I often thought it was too bad GM and other manufacturers never had a
refurbishing business (not through dealers). I think they missed that
sales area big time. You only have to look around on a sunny Sunday to
see thousands of older GM cars restored and cruising the highways. I
still think they had a good market share (still do) of big, roomy
vehicles. If they had of moved into the restoration business of
gathering up the oldies and refurbishing them, I think they could have
added at least 15% more profits to their books. Who better else to do
the job than the manufacturer who already has the parts and the
knowledge of what the older vehicles need. There's still tons of
people who would rather drive the old styles. I myself am tired of the
sea of "silver-gray, jelly bean style" cars. And that's another topic.
When GM dropped the Caprice police models there was at least one
company that refurbed them for PD's.
Doubt that is still going on.
About 1996 I think, and they were being refurbed as late as 2000.
Think those dates are about right.
As I recall new engines, transmissions and upholstery.
When GM dropped all RWD cars they put that production capacity into
making SUV's and PU's.
Another stupid move.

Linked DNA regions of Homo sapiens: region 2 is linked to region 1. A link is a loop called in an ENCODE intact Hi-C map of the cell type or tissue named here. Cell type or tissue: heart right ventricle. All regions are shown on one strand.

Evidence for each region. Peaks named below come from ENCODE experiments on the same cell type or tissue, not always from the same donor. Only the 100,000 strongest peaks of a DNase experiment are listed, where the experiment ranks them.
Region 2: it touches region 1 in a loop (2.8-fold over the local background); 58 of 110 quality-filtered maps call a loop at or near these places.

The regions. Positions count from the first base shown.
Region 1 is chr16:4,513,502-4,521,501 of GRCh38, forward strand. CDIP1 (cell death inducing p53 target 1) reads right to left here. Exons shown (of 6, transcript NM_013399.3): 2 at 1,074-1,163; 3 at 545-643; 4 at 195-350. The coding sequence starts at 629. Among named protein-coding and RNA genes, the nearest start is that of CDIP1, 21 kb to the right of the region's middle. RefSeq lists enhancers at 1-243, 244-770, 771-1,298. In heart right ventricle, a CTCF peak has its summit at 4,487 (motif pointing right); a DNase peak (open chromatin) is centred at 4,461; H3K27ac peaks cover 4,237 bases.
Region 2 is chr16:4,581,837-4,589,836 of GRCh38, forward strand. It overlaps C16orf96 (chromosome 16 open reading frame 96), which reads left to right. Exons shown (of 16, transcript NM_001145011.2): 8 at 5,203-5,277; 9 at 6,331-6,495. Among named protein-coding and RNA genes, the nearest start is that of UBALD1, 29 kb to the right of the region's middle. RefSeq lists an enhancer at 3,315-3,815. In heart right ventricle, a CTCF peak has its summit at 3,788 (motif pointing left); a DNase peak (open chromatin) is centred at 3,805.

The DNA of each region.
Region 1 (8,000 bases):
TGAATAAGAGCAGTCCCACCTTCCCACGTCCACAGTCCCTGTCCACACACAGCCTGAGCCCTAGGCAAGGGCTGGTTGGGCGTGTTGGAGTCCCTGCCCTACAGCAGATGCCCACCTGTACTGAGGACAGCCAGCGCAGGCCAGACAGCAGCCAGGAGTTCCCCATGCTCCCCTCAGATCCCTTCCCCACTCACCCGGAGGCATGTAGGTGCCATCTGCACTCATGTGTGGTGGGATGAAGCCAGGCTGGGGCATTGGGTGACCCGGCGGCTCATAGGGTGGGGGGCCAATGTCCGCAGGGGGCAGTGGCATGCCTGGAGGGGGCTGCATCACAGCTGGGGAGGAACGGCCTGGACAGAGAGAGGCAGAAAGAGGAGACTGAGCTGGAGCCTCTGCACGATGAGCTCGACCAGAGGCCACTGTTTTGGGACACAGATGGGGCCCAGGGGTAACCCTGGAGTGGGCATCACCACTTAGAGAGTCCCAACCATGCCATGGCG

I have been told that they would have to upgrade them to current
standards. I know this happened with a company in Kalifornia that was
bringing VW Beetles into the US after Volkswagen quit selling them here.
They sold them new as manufactured in Mexico, or Brazil, until the Feds
found out about it. Then for a while they put the guard rails in the
doors, installed catalytic converters and replaced the carburetors with
fuel injection and what else needed to be done. In the process the price
went from around 5 grand to over 10 grand. Supposedly this is why VW
dropped the Beetle. It cost too much to meet the emission and safety
standards. The price of a VW Bug convertible in 1979 was around 10
grand without all of the new requirements being met.
For a short period there was a loophole where you could buy a new Beetle
in Mexico. I talked to a Juarez dealer back in 1980 about it. But, he
couldn't sell a new one direct to a US buyer. He had to sell it to a
Mexican national and obtain a Mexican title. Then you purchased it from
the Mexican as a used vehicle. It never left the dealers lot. As soon as
you paid for the car along with the straw buyers commission you took it
to El Paso and got a Texas title as a used car.
Listening to 1010 radio (Toronto) this morning, they were saying that
GM Oshawa should be building vehicles for the millitiary who are
sadly lacking same.
Like you, I wouldn't change my smooth running '97 LeSabre, for some
of these 'new' designs. For one - I can't get into most of them, and the
ones that I can, there is insufficient leg room. Even this car doesn't
allow long-legged passengers in the back seats.
The Japs may be leading the way, but they are 5' tall, on average.
So long as we continue to inport from China, etc., we'll sink more